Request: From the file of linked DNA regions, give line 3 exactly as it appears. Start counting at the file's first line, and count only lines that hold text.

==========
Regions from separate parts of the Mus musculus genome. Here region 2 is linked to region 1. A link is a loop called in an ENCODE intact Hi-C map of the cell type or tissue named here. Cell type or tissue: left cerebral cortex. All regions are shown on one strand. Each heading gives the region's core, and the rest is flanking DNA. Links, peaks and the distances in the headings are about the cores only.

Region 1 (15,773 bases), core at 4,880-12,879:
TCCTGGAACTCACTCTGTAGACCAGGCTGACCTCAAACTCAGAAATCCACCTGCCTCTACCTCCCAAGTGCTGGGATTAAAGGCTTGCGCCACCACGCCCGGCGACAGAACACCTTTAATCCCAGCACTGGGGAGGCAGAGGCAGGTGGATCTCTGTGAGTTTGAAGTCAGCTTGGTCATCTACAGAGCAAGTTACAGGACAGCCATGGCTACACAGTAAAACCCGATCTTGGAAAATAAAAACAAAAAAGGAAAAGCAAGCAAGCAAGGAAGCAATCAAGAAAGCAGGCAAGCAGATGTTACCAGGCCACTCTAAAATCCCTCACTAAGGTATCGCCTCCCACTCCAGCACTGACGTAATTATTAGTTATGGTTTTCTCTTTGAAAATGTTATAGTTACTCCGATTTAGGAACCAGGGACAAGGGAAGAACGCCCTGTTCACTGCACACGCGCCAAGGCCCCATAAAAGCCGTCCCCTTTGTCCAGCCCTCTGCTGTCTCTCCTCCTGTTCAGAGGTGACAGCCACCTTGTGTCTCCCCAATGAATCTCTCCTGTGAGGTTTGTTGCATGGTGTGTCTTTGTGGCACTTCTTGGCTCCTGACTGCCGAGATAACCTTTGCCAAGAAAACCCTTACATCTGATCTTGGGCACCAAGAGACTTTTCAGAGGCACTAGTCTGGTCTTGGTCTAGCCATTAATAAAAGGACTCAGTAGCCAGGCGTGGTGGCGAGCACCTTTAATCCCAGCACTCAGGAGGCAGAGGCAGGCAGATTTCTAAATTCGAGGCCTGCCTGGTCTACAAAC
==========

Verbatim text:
TCCTGGAACTCACTCTGTAGACCAGGCTGACCTCAAACTCAGAAATCCACCTGCCTCTACCTCCCAAGTGCTGGGATTAAAGGCTTGCGCCACCACGCCCGGCGACAGAACACCTTTAATCCCAGCACTGGGGAGGCAGAGGCAGGTGGATCTCTGTGAGTTTGAAGTCAGCTTGGTCATCTACAGAGCAAGTTACAGGACAGCCATGGCTACACAGTAAAACCCGATCTTGGAAAATAAAAACAAAAAAGGAAAAGCAAGCAAGCAAGGAAGCAATCAAGAAAGCAGGCAAGCAGATGTTACCAGGCCACTCTAAAATCCCTCACTAAGGTATCGCCTCCCACTCCAGCACTGACGTAATTATTAGTTATGGTTTTCTCTTTGAAAATGTTATAGTTACTCCGATTTAGGAACCAGGGACAAGGGAAGAACGCCCTGTTCACTGCACACGCGCCAAGGCCCCATAAAAGCCGTCCCCTTTGTCCAGCCCTCTGCTGTCTCTCCTCCTGTTCAGAGGTGACAGCCACCTTGTGTCTCCCCAATGAATCTCTCCTGTGAGGTTTGTTGCATGGTGTGTCTTTGTGGCACTTCTTGGCTCCTGACTGCCGAGATAACCTTTGCCAAGAAAACCCTTACATCTGATCTTGGGCACCAAGAGACTTTTCAGAGGCACTAGTCTGGTCTTGGTCTAGCCATTAATAAAAGGACTCAGTAGCCAGGCGTGGTGGCGAGCACCTTTAATCCCAGCACTCAGGAGGCAGAGGCAGGCAGATTTCTAAATTCGAGGCCTGCCTGGTCTACAAAC